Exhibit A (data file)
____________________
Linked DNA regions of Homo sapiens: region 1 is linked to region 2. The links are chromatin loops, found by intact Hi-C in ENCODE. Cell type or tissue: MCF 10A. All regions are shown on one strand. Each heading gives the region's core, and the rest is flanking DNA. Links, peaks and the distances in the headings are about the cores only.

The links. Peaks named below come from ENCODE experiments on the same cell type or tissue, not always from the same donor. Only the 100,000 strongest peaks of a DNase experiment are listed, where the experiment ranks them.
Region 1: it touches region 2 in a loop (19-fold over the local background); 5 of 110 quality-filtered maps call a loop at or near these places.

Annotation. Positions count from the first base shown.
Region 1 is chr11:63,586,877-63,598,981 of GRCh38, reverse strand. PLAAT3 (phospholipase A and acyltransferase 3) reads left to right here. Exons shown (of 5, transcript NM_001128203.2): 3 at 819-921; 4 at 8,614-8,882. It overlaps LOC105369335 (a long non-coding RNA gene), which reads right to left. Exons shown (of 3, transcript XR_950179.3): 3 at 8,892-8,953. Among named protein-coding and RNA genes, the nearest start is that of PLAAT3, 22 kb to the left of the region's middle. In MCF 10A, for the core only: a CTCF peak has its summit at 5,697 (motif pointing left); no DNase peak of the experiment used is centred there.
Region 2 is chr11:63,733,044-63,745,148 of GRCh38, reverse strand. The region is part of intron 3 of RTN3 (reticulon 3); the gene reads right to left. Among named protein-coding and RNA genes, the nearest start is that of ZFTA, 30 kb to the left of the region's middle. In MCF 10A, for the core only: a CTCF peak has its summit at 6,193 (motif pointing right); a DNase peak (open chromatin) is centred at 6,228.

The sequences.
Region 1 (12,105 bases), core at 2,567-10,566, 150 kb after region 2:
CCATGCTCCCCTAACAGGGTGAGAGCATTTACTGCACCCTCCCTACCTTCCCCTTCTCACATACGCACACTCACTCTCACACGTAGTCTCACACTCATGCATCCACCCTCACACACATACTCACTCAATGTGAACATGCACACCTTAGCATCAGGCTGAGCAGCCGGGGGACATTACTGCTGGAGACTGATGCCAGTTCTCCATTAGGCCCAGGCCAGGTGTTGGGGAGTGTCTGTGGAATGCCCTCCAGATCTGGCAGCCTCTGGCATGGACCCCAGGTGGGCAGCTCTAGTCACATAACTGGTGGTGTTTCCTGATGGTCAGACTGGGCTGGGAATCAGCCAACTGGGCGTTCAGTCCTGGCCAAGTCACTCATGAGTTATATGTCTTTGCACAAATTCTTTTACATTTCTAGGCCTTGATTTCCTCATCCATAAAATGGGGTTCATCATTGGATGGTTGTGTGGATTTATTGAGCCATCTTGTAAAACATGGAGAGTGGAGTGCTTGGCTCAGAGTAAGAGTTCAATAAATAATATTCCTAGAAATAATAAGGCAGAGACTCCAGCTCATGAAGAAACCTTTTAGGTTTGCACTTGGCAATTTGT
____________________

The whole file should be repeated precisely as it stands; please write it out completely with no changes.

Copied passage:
Linked DNA regions of Homo sapiens: region 1 is linked to region 2. The links are chromatin loops, found by intact Hi-C in ENCODE. Cell type or tissue: MCF 10A. All regions are shown on one strand. Each heading gives the region's core, and the rest is flanking DNA. Links, peaks and the distances in the headings are about the cores only.

The links. Peaks named below come from ENCODE experiments on the same cell type or tissue, not always from the same donor. Only the 100,000 strongest peaks of a DNase experiment are listed, where the experiment ranks them.
Region 1: it touches region 2 in a loop (19-fold over the local background); 5 of 110 quality-filtered maps call a loop at or near these places.

Annotation. Positions count from the first base shown.
Region 1 is chr11:63,586,877-63,598,981 of GRCh38, reverse strand. PLAAT3 (phospholipase A and acyltransferase 3) reads left to right here. Exons shown (of 5, transcript NM_001128203.2): 3 at 819-921; 4 at 8,614-8,882. It overlaps LOC105369335 (a long non-coding RNA gene), which reads right to left. Exons shown (of 3, transcript XR_950179.3): 3 at 8,892-8,953. Among named protein-coding and RNA genes, the nearest start is that of PLAAT3, 22 kb to the left of the region's middle. In MCF 10A, for the core only: a CTCF peak has its summit at 5,697 (motif pointing left); no DNase peak of the experiment used is centred there.
Region 2 is chr11:63,733,044-63,745,148 of GRCh38, reverse strand. The region is part of intron 3 of RTN3 (reticulon 3); the gene reads right to left. Among named protein-coding and RNA genes, the nearest start is that of ZFTA, 30 kb to the left of the region's middle. In MCF 10A, for the core only: a CTCF peak has its summit at 6,193 (motif pointing right); a DNase peak (open chromatin) is centred at 6,228.

The sequences.
Region 1 (12,105 bases), core at 2,567-10,566, 150 kb after region 2:
CCATGCTCCCCTAACAGGGTGAGAGCATTTACTGCACCCTCCCTACCTTCCCCTTCTCACATACGCACACTCACTCTCACACGTAGTCTCACACTCATGCATCCACCCTCACACACATACTCACTCAATGTGAACATGCACACCTTAGCATCAGGCTGAGCAGCCGGGGGACATTACTGCTGGAGACTGATGCCAGTTCTCCATTAGGCCCAGGCCAGGTGTTGGGGAGTGTCTGTGGAATGCCCTCCAGATCTGGCAGCCTCTGGCATGGACCCCAGGTGGGCAGCTCTAGTCACATAACTGGTGGTGTTTCCTGATGGTCAGACTGGGCTGGGAATCAGCCAACTGGGCGTTCAGTCCTGGCCAAGTCACTCATGAGTTATATGTCTTTGCACAAATTCTTTTACATTTCTAGGCCTTGATTTCCTCATCCATAAAATGGGGTTCATCATTGGATGGTTGTGTGGATTTATTGAGCCATCTTGTAAAACATGGAGAGTGGAGTGCTTGGCTCAGAGTAAGAGTTCAATAAATAATATTCCTAGAAATAATAAGGCAGAGACTCCAGCTCATGAAGAAACCTTTTAGGTTTGCACTTGGCAATTTGT